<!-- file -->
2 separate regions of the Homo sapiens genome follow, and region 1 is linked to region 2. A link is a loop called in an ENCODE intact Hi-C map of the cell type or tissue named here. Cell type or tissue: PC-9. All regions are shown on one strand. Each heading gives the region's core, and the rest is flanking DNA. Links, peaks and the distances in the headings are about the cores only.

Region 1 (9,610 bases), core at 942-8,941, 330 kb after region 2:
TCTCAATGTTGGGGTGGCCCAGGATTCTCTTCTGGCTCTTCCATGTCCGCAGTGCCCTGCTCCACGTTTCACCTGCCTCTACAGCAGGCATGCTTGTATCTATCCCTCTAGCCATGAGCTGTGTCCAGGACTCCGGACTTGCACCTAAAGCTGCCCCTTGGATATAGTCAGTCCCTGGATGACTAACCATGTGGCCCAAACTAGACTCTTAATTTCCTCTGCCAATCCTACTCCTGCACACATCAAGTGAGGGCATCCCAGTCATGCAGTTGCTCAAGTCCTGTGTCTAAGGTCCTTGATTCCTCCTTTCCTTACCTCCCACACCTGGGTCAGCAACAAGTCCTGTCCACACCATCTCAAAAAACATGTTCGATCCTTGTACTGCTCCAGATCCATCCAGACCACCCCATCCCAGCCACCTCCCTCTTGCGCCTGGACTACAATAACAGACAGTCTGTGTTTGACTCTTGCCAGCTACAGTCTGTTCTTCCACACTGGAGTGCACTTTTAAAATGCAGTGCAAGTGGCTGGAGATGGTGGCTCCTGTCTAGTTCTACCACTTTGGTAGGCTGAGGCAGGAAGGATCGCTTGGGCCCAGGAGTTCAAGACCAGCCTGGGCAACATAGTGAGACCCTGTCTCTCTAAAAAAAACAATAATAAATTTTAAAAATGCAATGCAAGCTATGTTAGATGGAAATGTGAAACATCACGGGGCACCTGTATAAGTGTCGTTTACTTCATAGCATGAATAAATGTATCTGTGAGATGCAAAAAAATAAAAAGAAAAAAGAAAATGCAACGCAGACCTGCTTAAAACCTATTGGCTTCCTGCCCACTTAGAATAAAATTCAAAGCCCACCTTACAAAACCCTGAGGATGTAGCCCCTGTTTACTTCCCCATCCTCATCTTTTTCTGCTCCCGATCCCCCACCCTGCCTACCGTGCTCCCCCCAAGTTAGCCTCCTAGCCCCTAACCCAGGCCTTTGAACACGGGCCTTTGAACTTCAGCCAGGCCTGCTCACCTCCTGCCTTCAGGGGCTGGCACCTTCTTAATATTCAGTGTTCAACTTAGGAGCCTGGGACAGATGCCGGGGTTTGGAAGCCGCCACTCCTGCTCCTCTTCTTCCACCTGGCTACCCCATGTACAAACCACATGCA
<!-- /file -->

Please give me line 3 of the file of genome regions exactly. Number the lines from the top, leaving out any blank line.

TCTCAATGTTGGGGTGGCCCAGGATTCTCTTCTGGCTCTTCCATGTCCGCAGTGCCCTGCTCCACGTTTCACCTGCCTCTACAGCAGGCATGCTTGTATCTATCCCTCTAGCCATGAGCTGTGTCCAGGACTCCGGACTTGCACCTAAAGCTGCCCCTTGGATATAGTCAGTCCCTGGATGACTAACCATGTGGCCCAAACTAGACTCTTAATTTCCTCTGCCAATCCTACTCCTGCACACATCAAGTGAGGGCATCCCAGTCATGCAGTTGCTCAAGTCCTGTGTCTAAGGTCCTTGATTCCTCCTTTCCTTACCTCCCACACCTGGGTCAGCAACAAGTCCTGTCCACACCATCTCAAAAAACATGTTCGATCCTTGTACTGCTCCAGATCCATCCAGACCACCCCATCCCAGCCACCTCCCTCTTGCGCCTGGACTACAATAACAGACAGTCTGTGTTTGACTCTTGCCAGCTACAGTCTGTTCTTCCACACTGGAGTGCACTTTTAAAATGCAGTGCAAGTGGCTGGAGATGGTGGCTCCTGTCTAGTTCTACCACTTTGGTAGGCTGAGGCAGGAAGGATCGCTTGGGCCCAGGAGTTCAAGACCAGCCTGGGCAACATAGTGAGACCCTGTCTCTCTAAAAAAAACAATAATAAATTTTAAAAATGCAATGCAAGCTATGTTAGATGGAAATGTGAAACATCACGGGGCACCTGTATAAGTGTCGTTTACTTCATAGCATGAATAAATGTATCTGTGAGATGCAAAAAAATAAAAAGAAAAAAGAAAATGCAACGCAGACCTGCTTAAAACCTATTGGCTTCCTGCCCACTTAGAATAAAATTCAAAGCCCACCTTACAAAACCCTGAGGATGTAGCCCCTGTTTACTTCCCCATCCTCATCTTTTTCTGCTCCCGATCCCCCACCCTGCCTACCGTGCTCCCCCCAAGTTAGCCTCCTAGCCCCTAACCCAGGCCTTTGAACACGGGCCTTTGAACTTCAGCCAGGCCTGCTCACCTCCTGCCTTCAGGGGCTGGCACCTTCTTAATATTCAGTGTTCAACTTAGGAGCCTGGGACAGATGCCGGGGTTTGGAAGCCGCCACTCCTGCTCCTCTTCTTCCACCTGGCTACCCCATGTACAAACCACATGCA